water. There was pump in the village and several attempts were made
to try to get water. Germans snipers picked off any man who tried
to get near the pump. Two days have gone by and we are still holding
our positions but we are low on ammunition. We have had two sleepless
nights. The Germans had tried to penetrate our line of defense but
each time we were able to hold them off. We were inflicting a lot
of casualties on the enemy but we are suffering a great many ourselves.
We were outnumbered about five to one and have no tanks to help
in our defense.
We have been trapped for three days now. We can
hear tanks in the distance but they are not ours. Each man is told
not to fire his weapon unless he can see the enemy. The sun has
been beating down on our foxhole all day. It has been especially
rough on the men who have been wounded. The Germans haw been throwing
hand grenades as they moved in a little closer, it is late afternoon,
July 7th, and we haw no food, ammo or water. A tank rumbled into
view on our left flank and another tank on our right flank. Then
two more to our rear. They fired their 88's directly into our position.
Hand to hand fighting broke out. We are surrounded on all sides
and it seems like the end of the world. Our last frantic call for
artillery fire was in vain. The tanks stopped any thought we had
to escape the trap. With our ranks depleted, we were down to about
30 men out of 200, (After the war, I found out that we were called
the Lost Battalion). We were taken prisoner and lined up in the
town square to be searched. Evidently, the field artillery unit
that backed us, sent shells crashing into the town, killing a few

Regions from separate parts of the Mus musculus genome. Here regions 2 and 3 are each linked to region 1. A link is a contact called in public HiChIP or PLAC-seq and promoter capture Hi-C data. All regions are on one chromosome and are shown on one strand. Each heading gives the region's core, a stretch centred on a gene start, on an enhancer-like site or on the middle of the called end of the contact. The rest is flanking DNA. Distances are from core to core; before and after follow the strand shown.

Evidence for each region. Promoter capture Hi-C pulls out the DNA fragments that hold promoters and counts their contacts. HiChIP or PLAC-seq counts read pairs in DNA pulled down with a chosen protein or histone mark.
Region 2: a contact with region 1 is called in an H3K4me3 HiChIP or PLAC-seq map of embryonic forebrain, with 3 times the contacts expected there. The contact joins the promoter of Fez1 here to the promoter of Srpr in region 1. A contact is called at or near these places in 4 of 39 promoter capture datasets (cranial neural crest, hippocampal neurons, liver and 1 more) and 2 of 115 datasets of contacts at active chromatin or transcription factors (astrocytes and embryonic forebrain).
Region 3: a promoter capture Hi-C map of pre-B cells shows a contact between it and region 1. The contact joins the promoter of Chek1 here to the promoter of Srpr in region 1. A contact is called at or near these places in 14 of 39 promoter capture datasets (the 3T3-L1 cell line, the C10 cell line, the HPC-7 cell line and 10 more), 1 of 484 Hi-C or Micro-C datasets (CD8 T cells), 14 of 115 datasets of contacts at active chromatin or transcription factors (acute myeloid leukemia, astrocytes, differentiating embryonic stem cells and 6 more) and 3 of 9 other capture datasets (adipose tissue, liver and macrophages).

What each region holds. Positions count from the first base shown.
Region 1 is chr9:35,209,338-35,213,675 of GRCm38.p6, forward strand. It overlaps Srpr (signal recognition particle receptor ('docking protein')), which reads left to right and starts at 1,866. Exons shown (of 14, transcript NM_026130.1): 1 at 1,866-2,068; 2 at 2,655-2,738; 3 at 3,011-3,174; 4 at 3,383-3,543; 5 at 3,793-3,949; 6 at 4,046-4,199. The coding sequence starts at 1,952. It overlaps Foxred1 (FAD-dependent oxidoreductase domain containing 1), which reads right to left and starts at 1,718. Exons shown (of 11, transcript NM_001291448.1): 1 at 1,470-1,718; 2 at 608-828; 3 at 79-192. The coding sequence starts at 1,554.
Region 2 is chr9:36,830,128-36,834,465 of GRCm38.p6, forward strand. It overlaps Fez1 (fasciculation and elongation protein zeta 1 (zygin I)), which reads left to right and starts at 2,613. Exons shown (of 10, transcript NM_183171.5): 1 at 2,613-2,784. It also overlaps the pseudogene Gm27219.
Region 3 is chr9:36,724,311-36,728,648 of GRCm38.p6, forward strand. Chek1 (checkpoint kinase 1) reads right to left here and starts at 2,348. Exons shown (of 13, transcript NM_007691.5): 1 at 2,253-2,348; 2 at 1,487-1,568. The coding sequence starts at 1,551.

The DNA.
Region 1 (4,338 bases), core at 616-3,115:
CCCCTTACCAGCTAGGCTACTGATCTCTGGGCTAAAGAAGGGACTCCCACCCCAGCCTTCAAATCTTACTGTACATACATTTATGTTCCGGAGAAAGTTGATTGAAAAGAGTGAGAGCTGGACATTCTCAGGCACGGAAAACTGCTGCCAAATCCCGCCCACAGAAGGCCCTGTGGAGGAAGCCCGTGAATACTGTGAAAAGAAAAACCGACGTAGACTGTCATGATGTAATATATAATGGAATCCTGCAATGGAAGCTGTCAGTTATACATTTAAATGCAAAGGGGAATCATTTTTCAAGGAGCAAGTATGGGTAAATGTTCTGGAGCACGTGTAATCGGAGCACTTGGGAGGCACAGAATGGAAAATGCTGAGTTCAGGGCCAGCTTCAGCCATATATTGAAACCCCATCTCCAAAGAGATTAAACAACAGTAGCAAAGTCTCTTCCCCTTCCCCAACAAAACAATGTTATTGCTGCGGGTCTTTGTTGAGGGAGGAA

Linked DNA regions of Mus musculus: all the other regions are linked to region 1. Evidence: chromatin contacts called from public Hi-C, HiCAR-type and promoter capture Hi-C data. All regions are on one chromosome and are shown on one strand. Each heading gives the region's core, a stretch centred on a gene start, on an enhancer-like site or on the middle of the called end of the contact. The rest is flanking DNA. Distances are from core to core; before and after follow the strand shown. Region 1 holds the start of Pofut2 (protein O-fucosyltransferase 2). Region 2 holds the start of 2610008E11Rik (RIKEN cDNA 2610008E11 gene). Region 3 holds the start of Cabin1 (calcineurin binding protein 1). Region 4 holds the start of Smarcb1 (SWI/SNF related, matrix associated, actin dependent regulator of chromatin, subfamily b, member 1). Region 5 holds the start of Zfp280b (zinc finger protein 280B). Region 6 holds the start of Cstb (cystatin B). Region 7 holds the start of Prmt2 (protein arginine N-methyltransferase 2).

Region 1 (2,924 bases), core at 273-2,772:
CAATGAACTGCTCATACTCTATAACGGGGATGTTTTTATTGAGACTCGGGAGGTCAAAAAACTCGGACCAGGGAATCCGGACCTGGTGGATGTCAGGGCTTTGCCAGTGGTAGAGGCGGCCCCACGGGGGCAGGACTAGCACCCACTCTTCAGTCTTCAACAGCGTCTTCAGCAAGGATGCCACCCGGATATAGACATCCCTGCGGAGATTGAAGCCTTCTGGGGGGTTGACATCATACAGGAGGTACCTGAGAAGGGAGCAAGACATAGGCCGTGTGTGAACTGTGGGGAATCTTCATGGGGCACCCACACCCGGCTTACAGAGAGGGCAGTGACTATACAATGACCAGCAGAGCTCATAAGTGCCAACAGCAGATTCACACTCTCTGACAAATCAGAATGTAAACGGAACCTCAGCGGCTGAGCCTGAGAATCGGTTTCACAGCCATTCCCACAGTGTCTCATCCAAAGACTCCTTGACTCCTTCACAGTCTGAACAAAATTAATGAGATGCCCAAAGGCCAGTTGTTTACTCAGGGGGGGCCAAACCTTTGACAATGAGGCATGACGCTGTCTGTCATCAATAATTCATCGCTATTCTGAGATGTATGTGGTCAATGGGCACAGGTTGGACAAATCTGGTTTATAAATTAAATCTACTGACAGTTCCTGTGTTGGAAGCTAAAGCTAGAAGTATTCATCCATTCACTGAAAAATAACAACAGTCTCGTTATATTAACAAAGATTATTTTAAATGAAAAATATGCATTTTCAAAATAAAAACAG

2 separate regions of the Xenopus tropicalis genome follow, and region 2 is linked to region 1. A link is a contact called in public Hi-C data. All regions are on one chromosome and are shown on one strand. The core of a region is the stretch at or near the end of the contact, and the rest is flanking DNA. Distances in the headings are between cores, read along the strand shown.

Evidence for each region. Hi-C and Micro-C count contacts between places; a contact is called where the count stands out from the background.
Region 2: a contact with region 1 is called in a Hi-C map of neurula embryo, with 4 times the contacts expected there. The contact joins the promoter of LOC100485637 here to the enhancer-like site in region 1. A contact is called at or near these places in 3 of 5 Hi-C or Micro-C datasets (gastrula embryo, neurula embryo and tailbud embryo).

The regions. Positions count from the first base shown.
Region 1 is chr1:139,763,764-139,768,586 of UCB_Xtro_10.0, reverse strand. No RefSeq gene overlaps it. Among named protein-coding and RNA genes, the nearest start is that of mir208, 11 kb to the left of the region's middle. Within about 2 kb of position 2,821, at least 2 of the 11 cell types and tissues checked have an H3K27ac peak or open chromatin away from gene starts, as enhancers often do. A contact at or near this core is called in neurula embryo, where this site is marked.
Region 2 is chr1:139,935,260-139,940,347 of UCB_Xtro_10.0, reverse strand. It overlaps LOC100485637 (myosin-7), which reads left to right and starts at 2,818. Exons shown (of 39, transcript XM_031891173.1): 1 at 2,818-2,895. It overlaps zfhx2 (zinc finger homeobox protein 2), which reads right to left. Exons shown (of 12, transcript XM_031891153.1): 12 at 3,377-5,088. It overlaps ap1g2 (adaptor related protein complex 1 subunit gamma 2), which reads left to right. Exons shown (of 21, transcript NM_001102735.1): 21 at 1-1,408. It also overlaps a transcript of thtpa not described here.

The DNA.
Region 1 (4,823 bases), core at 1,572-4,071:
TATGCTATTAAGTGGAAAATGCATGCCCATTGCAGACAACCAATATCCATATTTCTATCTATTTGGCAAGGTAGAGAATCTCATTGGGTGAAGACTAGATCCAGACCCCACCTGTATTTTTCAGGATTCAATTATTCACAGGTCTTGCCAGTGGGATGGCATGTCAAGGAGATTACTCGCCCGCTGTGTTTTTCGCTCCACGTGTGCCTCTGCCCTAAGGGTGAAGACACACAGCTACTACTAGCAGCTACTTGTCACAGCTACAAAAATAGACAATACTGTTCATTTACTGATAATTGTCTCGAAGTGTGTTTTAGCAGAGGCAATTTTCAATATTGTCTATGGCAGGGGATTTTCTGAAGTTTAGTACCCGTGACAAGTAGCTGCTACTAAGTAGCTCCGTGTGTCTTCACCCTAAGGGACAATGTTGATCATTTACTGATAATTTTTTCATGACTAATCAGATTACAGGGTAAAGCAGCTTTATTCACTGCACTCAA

of our own and wounding three others.
Several Germans were also hit. In the confusion
I ran into a nearby building thinking that I could get away. I crawled
along a hall way toward the rear of the building and just as I reached
the rear door, I ran directly into the rifle poking right between
rny eyes. That stopped any further action at my making an escape.
After three days of constant bombarding and gun fire every man is
exhausted. It seemed as if my brain was numb. We were herded into
an old farm house surrounded by German soldiers. As darkness crept
in, I sat there against the wall and hot tears ran down my cheeks,
I hadn't cried since I was a boy. As fatigue overcame me, I fell
asleep. I awoke still trying to put the pieces together. Out of
the 12 men in my squad, I only had two left. Being a non commissioned
officer, I was separated from the other men. Two other sergeants
and myself were interrogated. They wanted to know what outfit I
belonged to and what did I know about bazooka's. Also, where we
trained and when and where we landed. As instructed by the military
in our training you give only your name, rank and serial number.